created 2006 · complexity basic · author Yakov Lerner · version 6
This script causes Vim to 'preserve' a missing end-of-line at the end of a text file when you save it, if it was missing when the file was read. If the file was read with EOL at the end, it will be saved with one. If it was read without one, it will be saved without one. Some (arguably broken) Windows apps like this missing EOL, so this might be useful for Windows.
This works for all three line ending styles which Vim recognizes: DOS (Windows), Unix, and traditional Mac.
The script relies on Vim's recognition of a missing line ending, saved in the 'eol' option value. Even though 'eol' is set properly, it only has any effects when 'binary' is also set. So, the core of the script simply sets 'binary' temporarily. Unfortunately, when 'binary' is set, the file is always written with Unix-format line endings. So the rest of the script manually adds the correct line endings for the current format, and removes them again after writing.
:undojoin is used to keep these temporary line ending transformations transparent to the user.
" Preserve noeol (missing trailing eol) when saving file. In order " to do this we need to temporarily 'set binary' for the duration of " file writing, and for DOS line endings, add the CRs manually. " For Mac line endings, also must join everything to one line since it doesn't " use a LF character anywhere and 'binary' writes everything as if it were Unix. " This works because 'eol' is set properly no matter what file format is used, " even if it is only used when 'binary' is set. augroup automatic_noeol au! au BufWritePre * call <SID>TempSetBinaryForNoeol() au BufWritePost * call <SID>TempRestoreBinaryForNoeol() augroup END function! s:TempSetBinaryForNoeol() let s:save_binary = &binary if ! &eol && ! &binary let s:save_view = winsaveview() setlocal binary if &ff == "dos" || &ff == "mac" if line('$') > 1 undojoin | exec "silent 1,$-1normal! A\<C-V>\<C-M>" endif endif if &ff == "mac" undojoin | %join! " mac format does not use a \n anywhere, so we don't add one when writing " in binary (which uses unix format always). However, inside the outer " if statement, we already know that 'noeol' is set, so no special logic " is needed. endif endif endfunction function! s:TempRestoreBinaryForNoeol() if ! &eol && ! s:save_binary if &ff == "dos" if line('$') > 1 " Sometimes undojoin gives errors here, even when it shouldn't. " Suppress them for now...if you can figure out and fix them instead, " please update http://vim.wikia.com/wiki/VimTip1369 silent! undojoin | silent 1,$-1s/\r$//e endif elseif &ff == "mac" " Sometimes undojoin gives errors here, even when it shouldn't. " Suppress them for now...if you can figure out and fix them instead, " please update http://vim.wikia.com/wiki/VimTip1369 silent! undojoin | silent %s/\r/\r/ge endif setlocal nobinary call winrestview(s:save_view) endif endfunction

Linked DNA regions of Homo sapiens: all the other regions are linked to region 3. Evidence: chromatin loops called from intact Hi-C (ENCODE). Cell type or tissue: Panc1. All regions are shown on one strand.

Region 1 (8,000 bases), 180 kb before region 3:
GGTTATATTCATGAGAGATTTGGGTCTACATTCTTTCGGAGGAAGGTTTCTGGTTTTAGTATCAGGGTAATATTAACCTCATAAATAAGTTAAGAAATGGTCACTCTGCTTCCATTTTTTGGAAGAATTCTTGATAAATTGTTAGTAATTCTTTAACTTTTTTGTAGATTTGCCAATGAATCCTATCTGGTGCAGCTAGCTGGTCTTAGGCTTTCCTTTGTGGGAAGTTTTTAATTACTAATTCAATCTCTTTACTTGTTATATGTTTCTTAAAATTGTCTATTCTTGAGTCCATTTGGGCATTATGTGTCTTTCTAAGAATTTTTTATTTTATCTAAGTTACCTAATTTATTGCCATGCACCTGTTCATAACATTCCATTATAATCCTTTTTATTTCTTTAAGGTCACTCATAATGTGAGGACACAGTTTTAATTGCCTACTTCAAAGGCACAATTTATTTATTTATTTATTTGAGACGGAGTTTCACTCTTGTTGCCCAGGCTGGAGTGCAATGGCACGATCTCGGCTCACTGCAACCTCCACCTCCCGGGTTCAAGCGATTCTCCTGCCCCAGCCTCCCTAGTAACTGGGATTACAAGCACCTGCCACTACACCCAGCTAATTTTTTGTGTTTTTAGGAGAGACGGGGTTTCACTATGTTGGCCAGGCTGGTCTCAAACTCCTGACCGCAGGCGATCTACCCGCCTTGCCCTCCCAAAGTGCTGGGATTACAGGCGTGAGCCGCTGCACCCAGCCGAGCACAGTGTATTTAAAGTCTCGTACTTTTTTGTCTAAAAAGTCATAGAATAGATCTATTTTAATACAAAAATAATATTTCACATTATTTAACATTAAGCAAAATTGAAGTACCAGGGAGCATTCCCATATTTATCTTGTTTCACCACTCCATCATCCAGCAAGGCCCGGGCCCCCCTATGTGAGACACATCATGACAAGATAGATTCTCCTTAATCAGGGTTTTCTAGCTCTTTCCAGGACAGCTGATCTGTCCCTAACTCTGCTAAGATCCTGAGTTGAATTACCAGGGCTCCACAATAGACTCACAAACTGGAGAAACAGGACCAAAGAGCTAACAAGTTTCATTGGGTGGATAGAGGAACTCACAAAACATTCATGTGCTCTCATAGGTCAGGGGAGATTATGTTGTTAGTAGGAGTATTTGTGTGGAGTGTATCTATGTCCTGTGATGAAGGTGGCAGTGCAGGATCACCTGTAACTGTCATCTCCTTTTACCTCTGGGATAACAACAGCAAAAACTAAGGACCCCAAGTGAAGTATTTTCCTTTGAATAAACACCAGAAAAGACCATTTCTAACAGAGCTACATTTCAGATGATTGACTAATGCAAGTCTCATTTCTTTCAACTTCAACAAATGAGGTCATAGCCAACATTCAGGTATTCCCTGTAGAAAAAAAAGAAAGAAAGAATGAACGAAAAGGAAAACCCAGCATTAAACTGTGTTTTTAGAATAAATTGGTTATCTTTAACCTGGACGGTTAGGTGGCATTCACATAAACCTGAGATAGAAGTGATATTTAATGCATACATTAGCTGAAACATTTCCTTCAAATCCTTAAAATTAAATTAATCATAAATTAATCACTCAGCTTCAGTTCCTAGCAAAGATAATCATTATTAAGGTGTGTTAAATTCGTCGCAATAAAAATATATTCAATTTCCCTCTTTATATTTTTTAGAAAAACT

Related scripts[edit | edit source]
- The PreserveNoEOL plugin uses the above pure Vimscript implementation to automatically preserve no EOL on all or certain opened files, but it also comes with alternative strategies that use postprocessing in Python or Perl to remove the trailing EOL character after the save, which is probably more robust.
Comments[edit | edit source]
- Thanks Fritzophrenic for looking into this so quickly! Yes, your updated script works for me (for all three fileformats). It seems that the switch from the :substitute to :normal did it.
- Regarding the :undojoin error: I think this is caused by a user undo operation immediately before the :write command. There's little one can do about it; how about suppressing the error via
:silent! undojoin, so that we still get the benefit of :undojoin in most cases, and never cause an error?! -- Inkarkat 12:49, November 17, 2011 (UTC)
- You're welcome! I really don't know why that was needed. I took your suggestion for suppressing errors and updated the tip with the new script. The odd thing was, I wasn't doing any undo operation prior to the write. The sequence was:
- Open the file without an eol
- Modify a line in the file (by using <C-A> to increment a number on the line)
- Save the file, get an error
- So, I've added code comments in case anybody figures it out down the road.
- --Fritzophrenic 18:10, November 17, 2011 (UTC)